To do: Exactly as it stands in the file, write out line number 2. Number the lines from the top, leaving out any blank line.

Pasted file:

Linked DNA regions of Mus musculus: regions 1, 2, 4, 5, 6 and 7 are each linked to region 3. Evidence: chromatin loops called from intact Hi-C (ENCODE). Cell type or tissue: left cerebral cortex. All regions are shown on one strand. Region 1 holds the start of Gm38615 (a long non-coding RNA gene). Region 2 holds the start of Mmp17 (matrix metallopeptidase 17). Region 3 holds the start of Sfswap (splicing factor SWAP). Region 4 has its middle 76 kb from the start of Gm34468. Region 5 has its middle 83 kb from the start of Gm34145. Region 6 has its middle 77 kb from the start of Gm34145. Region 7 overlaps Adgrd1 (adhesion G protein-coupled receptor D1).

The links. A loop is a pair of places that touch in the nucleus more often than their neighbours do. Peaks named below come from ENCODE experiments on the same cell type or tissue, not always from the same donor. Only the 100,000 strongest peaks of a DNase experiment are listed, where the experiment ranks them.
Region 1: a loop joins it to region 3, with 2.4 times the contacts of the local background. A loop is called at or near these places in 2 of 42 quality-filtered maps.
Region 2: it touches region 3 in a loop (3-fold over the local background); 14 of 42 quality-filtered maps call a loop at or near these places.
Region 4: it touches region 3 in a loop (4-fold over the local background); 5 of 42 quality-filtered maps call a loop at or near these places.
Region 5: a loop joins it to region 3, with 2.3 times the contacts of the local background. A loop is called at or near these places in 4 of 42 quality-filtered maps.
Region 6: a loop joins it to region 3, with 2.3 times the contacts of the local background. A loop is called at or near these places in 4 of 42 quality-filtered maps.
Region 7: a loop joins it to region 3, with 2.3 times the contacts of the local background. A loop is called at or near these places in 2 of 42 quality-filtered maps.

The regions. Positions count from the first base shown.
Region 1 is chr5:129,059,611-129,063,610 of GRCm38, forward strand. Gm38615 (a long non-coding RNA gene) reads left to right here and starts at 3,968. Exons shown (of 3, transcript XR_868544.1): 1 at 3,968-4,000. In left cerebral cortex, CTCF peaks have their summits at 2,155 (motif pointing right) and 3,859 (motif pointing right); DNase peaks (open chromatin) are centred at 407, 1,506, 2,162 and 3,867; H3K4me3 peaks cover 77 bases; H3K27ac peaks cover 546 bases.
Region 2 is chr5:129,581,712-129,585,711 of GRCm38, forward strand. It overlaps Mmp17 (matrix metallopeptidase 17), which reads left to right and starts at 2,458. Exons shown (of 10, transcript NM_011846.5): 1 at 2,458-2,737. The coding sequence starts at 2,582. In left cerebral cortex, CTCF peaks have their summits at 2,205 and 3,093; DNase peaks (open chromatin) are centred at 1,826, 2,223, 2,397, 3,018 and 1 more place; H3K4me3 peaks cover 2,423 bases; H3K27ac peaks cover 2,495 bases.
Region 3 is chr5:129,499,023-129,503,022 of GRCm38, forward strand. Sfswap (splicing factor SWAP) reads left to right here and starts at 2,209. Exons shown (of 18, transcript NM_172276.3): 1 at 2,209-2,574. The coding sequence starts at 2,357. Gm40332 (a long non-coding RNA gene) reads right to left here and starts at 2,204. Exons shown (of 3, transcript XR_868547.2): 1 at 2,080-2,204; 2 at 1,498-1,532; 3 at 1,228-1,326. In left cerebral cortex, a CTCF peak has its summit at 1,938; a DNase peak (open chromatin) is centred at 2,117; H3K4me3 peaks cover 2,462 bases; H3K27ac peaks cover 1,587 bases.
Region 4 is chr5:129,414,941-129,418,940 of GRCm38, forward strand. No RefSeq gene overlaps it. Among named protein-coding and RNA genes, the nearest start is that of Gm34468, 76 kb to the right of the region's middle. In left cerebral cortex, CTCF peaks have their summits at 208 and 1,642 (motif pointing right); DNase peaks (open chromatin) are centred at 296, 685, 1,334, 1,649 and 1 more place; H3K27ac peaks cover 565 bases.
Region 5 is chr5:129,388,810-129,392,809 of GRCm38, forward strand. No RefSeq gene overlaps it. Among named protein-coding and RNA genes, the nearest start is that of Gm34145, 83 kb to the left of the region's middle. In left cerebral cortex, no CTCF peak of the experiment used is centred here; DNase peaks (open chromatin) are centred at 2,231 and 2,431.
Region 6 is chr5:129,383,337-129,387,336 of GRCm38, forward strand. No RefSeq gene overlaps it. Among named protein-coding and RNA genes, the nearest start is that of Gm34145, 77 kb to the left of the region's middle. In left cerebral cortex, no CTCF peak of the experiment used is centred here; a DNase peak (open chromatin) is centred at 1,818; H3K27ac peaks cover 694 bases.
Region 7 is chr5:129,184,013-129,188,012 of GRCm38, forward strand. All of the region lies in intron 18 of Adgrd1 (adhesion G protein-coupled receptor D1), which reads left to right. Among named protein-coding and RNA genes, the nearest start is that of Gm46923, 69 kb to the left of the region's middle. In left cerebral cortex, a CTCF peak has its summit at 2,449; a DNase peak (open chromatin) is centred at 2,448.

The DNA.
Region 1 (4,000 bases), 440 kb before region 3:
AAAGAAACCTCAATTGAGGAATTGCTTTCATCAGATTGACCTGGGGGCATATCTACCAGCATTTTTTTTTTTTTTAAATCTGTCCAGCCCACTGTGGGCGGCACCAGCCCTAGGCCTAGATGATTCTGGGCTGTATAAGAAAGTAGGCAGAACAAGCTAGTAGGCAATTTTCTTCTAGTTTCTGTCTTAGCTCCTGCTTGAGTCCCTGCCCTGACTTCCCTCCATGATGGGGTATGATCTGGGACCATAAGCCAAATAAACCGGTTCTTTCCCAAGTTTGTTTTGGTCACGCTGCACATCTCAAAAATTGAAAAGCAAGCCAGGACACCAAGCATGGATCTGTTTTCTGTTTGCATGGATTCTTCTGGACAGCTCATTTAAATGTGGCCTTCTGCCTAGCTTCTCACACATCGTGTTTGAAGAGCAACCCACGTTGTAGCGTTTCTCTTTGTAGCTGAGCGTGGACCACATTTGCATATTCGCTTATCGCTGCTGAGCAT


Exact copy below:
The links. A loop is a pair of places that touch in the nucleus more often than their neighbours do. Peaks named below come from ENCODE experiments on the same cell type or tissue, not always from the same donor. Only the 100,000 strongest peaks of a DNase experiment are listed, where the experiment ranks them.